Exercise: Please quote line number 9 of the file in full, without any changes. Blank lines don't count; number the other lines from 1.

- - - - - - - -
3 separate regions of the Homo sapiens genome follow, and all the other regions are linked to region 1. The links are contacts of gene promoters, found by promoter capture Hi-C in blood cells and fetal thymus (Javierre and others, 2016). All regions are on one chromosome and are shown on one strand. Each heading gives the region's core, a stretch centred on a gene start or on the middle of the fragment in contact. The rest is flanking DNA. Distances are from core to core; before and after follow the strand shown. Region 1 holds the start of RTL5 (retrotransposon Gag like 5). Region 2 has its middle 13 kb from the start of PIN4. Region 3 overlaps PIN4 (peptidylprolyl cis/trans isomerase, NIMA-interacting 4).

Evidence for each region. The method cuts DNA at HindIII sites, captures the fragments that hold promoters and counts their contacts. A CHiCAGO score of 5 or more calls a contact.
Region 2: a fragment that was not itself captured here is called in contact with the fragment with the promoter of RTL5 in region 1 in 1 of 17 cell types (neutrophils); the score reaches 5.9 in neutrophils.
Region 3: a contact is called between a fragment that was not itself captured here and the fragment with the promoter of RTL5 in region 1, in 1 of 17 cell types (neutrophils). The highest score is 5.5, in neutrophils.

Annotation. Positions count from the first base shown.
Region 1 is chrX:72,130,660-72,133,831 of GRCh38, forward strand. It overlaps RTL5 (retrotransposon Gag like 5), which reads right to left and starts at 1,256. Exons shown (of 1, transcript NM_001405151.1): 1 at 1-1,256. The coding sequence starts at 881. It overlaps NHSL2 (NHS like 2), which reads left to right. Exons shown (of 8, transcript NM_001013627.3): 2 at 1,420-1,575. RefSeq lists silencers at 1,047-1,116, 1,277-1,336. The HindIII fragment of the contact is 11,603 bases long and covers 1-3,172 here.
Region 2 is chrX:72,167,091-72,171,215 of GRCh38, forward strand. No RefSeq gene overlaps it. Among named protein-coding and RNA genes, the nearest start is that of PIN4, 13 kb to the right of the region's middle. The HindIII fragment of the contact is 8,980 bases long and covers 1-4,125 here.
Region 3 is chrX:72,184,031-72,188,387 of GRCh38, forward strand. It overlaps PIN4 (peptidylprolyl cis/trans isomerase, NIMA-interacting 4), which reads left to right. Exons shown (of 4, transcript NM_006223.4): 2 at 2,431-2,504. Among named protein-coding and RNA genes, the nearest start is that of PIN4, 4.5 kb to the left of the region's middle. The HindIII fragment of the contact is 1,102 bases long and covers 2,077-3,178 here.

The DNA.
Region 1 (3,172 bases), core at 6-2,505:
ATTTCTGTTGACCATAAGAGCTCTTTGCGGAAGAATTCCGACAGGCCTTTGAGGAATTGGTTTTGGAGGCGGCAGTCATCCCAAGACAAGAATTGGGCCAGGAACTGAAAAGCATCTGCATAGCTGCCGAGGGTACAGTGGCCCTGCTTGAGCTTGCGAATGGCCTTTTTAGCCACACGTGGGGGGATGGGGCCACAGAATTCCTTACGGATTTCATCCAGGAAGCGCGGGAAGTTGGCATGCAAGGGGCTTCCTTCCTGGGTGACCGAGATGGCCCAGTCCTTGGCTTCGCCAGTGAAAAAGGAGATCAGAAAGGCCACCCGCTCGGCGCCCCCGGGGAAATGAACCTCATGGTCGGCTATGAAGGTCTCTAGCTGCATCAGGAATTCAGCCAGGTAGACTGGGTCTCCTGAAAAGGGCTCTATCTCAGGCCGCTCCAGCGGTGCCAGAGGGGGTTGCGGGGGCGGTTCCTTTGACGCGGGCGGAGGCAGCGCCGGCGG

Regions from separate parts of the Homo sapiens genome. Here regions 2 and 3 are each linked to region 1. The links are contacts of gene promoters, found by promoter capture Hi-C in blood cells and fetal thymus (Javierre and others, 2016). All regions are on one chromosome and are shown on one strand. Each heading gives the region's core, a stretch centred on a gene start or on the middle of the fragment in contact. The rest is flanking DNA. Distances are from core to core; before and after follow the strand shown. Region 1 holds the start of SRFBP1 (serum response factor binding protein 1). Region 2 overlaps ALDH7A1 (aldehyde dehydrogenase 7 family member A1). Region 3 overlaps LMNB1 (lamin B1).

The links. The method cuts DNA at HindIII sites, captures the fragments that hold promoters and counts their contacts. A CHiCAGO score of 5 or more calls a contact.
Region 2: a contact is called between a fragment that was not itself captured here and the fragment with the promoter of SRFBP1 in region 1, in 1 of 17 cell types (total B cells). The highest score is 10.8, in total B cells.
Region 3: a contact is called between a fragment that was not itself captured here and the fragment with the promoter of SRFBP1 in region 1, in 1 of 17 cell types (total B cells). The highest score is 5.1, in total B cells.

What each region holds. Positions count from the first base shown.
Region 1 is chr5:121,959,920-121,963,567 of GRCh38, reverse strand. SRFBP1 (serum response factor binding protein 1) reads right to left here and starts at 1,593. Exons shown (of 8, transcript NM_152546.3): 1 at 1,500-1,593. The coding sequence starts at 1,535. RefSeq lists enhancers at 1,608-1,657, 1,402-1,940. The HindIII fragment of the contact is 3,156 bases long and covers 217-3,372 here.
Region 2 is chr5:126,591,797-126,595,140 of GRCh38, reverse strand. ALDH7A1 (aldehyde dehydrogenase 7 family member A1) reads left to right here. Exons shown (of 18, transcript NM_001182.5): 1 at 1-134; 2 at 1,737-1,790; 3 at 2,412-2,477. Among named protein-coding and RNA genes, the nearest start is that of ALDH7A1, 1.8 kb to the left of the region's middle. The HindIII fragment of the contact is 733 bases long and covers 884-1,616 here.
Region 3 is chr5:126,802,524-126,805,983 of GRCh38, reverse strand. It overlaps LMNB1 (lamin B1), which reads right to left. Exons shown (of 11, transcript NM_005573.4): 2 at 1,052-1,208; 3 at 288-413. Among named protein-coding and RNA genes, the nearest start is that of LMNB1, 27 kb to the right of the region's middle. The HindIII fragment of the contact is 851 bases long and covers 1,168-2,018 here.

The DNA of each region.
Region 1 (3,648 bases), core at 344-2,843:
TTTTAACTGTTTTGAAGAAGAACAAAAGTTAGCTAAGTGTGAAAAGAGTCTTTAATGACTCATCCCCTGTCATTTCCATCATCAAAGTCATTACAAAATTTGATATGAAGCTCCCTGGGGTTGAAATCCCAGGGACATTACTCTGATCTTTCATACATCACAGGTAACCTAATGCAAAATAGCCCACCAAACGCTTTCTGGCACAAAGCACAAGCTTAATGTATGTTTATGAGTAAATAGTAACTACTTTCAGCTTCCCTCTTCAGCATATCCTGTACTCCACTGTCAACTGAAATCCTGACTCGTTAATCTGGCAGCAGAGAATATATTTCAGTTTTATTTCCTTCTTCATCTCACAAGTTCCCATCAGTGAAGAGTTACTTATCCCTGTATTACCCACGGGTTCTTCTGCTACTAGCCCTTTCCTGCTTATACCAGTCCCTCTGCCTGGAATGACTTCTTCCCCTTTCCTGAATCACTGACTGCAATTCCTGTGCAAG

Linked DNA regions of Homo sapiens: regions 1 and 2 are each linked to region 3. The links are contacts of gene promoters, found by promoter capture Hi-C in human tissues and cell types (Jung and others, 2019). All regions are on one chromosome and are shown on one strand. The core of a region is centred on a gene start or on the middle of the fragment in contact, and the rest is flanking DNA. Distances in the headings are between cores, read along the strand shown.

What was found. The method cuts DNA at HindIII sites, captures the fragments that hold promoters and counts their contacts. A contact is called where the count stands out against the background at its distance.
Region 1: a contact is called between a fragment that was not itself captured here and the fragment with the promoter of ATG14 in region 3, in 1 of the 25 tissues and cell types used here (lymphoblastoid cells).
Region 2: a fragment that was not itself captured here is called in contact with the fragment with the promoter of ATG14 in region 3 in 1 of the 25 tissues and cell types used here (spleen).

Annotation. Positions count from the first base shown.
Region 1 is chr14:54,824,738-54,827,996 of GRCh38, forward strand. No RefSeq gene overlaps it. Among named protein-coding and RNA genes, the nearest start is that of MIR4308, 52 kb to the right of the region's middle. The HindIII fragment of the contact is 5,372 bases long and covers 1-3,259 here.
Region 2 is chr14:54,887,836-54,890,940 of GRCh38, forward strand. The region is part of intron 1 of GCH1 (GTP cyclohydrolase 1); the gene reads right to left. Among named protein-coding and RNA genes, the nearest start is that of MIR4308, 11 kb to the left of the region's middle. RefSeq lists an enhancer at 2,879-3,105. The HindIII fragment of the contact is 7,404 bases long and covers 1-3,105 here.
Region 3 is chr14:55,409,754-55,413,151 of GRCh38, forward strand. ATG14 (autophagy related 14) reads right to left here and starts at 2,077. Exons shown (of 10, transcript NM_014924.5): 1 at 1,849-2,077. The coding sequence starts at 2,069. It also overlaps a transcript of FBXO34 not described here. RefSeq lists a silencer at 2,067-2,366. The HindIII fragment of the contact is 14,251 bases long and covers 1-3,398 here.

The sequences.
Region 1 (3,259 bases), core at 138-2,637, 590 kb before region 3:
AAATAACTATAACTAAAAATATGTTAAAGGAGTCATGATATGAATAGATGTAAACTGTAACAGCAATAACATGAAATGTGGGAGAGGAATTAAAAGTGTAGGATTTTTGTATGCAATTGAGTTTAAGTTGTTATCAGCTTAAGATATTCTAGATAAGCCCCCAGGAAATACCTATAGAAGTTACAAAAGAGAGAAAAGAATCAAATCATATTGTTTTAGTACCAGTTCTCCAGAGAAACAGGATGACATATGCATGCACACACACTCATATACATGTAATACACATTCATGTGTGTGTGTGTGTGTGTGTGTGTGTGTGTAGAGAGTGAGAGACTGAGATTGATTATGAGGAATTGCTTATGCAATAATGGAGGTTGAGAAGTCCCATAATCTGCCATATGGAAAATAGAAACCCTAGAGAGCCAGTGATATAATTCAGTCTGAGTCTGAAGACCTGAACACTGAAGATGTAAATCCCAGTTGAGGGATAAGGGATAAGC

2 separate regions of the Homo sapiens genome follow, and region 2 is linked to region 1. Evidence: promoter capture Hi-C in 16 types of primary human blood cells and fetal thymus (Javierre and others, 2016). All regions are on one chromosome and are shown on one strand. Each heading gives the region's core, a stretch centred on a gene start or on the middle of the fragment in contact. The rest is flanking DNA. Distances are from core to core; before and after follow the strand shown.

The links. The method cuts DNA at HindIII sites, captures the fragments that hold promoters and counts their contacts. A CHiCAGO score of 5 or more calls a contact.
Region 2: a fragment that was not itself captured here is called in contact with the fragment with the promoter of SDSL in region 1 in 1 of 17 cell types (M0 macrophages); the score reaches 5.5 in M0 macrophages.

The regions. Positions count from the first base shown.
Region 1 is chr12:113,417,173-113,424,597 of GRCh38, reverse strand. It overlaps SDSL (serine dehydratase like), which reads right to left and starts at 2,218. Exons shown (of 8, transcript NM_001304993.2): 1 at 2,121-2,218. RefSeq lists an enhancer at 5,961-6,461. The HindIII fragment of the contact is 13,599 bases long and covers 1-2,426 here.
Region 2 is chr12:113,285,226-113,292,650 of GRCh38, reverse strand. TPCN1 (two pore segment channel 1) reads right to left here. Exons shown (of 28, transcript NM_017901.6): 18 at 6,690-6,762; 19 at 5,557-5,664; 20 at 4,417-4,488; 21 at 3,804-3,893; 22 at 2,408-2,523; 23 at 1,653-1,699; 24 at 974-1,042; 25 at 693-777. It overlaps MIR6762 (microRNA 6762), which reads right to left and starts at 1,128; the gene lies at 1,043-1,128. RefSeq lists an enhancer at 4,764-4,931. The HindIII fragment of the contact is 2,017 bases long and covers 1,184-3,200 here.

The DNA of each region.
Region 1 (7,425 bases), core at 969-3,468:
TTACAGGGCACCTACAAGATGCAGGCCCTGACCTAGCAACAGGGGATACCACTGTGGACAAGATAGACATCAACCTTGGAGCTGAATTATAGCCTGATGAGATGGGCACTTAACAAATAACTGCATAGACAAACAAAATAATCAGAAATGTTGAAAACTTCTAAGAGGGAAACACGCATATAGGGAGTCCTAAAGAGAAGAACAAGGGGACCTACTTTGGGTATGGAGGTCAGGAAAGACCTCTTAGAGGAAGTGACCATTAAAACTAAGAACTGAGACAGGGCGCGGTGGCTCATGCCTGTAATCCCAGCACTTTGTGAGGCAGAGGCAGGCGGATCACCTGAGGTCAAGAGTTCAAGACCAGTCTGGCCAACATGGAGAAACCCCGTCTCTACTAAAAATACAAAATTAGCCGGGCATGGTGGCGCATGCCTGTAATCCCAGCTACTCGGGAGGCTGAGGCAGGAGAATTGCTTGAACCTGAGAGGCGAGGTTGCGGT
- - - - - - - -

The DNA.